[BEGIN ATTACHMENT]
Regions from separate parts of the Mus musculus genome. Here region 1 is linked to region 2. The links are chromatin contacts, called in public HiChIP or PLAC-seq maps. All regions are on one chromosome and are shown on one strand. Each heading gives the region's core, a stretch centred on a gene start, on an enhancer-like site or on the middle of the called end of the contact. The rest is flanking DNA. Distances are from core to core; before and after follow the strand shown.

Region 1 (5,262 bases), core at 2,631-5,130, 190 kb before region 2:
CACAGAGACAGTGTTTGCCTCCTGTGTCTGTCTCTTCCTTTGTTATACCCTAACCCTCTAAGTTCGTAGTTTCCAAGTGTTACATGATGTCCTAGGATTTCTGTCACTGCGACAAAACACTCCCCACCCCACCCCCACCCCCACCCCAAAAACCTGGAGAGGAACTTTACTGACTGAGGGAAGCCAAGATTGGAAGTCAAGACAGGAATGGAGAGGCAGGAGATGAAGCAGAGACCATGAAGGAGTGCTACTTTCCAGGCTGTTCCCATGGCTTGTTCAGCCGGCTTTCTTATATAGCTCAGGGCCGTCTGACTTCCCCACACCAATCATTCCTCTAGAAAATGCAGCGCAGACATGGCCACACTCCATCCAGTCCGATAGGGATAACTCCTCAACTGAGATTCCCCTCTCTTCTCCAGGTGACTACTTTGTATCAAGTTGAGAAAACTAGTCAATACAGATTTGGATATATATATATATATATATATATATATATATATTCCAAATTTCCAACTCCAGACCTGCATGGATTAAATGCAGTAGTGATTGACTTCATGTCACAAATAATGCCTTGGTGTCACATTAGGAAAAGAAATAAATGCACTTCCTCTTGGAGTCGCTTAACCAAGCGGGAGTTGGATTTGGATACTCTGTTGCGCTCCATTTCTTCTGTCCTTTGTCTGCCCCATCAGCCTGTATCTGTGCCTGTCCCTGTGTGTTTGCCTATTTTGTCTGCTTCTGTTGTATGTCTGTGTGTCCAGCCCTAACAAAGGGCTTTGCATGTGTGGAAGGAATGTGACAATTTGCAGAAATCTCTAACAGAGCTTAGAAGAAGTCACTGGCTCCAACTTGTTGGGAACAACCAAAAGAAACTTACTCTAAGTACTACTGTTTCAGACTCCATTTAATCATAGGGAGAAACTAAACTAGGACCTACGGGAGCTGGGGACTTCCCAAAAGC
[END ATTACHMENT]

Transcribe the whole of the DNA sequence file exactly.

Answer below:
Regions from separate parts of the Mus musculus genome. Here region 1 is linked to region 2. The links are chromatin contacts, called in public HiChIP or PLAC-seq maps. All regions are on one chromosome and are shown on one strand. Each heading gives the region's core, a stretch centred on a gene start, on an enhancer-like site or on the middle of the called end of the contact. The rest is flanking DNA. Distances are from core to core; before and after follow the strand shown.

Region 1 (5,262 bases), core at 2,631-5,130, 190 kb before region 2:
CACAGAGACAGTGTTTGCCTCCTGTGTCTGTCTCTTCCTTTGTTATACCCTAACCCTCTAAGTTCGTAGTTTCCAAGTGTTACATGATGTCCTAGGATTTCTGTCACTGCGACAAAACACTCCCCACCCCACCCCCACCCCCACCCCAAAAACCTGGAGAGGAACTTTACTGACTGAGGGAAGCCAAGATTGGAAGTCAAGACAGGAATGGAGAGGCAGGAGATGAAGCAGAGACCATGAAGGAGTGCTACTTTCCAGGCTGTTCCCATGGCTTGTTCAGCCGGCTTTCTTATATAGCTCAGGGCCGTCTGACTTCCCCACACCAATCATTCCTCTAGAAAATGCAGCGCAGACATGGCCACACTCCATCCAGTCCGATAGGGATAACTCCTCAACTGAGATTCCCCTCTCTTCTCCAGGTGACTACTTTGTATCAAGTTGAGAAAACTAGTCAATACAGATTTGGATATATATATATATATATATATATATATATATATTCCAAATTTCCAACTCCAGACCTGCATGGATTAAATGCAGTAGTGATTGACTTCATGTCACAAATAATGCCTTGGTGTCACATTAGGAAAAGAAATAAATGCACTTCCTCTTGGAGTCGCTTAACCAAGCGGGAGTTGGATTTGGATACTCTGTTGCGCTCCATTTCTTCTGTCCTTTGTCTGCCCCATCAGCCTGTATCTGTGCCTGTCCCTGTGTGTTTGCCTATTTTGTCTGCTTCTGTTGTATGTCTGTGTGTCCAGCCCTAACAAAGGGCTTTGCATGTGTGGAAGGAATGTGACAATTTGCAGAAATCTCTAACAGAGCTTAGAAGAAGTCACTGGCTCCAACTTGTTGGGAACAACCAAAAGAAACTTACTCTAAGTACTACTGTTTCAGACTCCATTTAATCATAGGGAGAAACTAAACTAGGACCTACGGGAGCTGGGGACTTCCCAAAAGC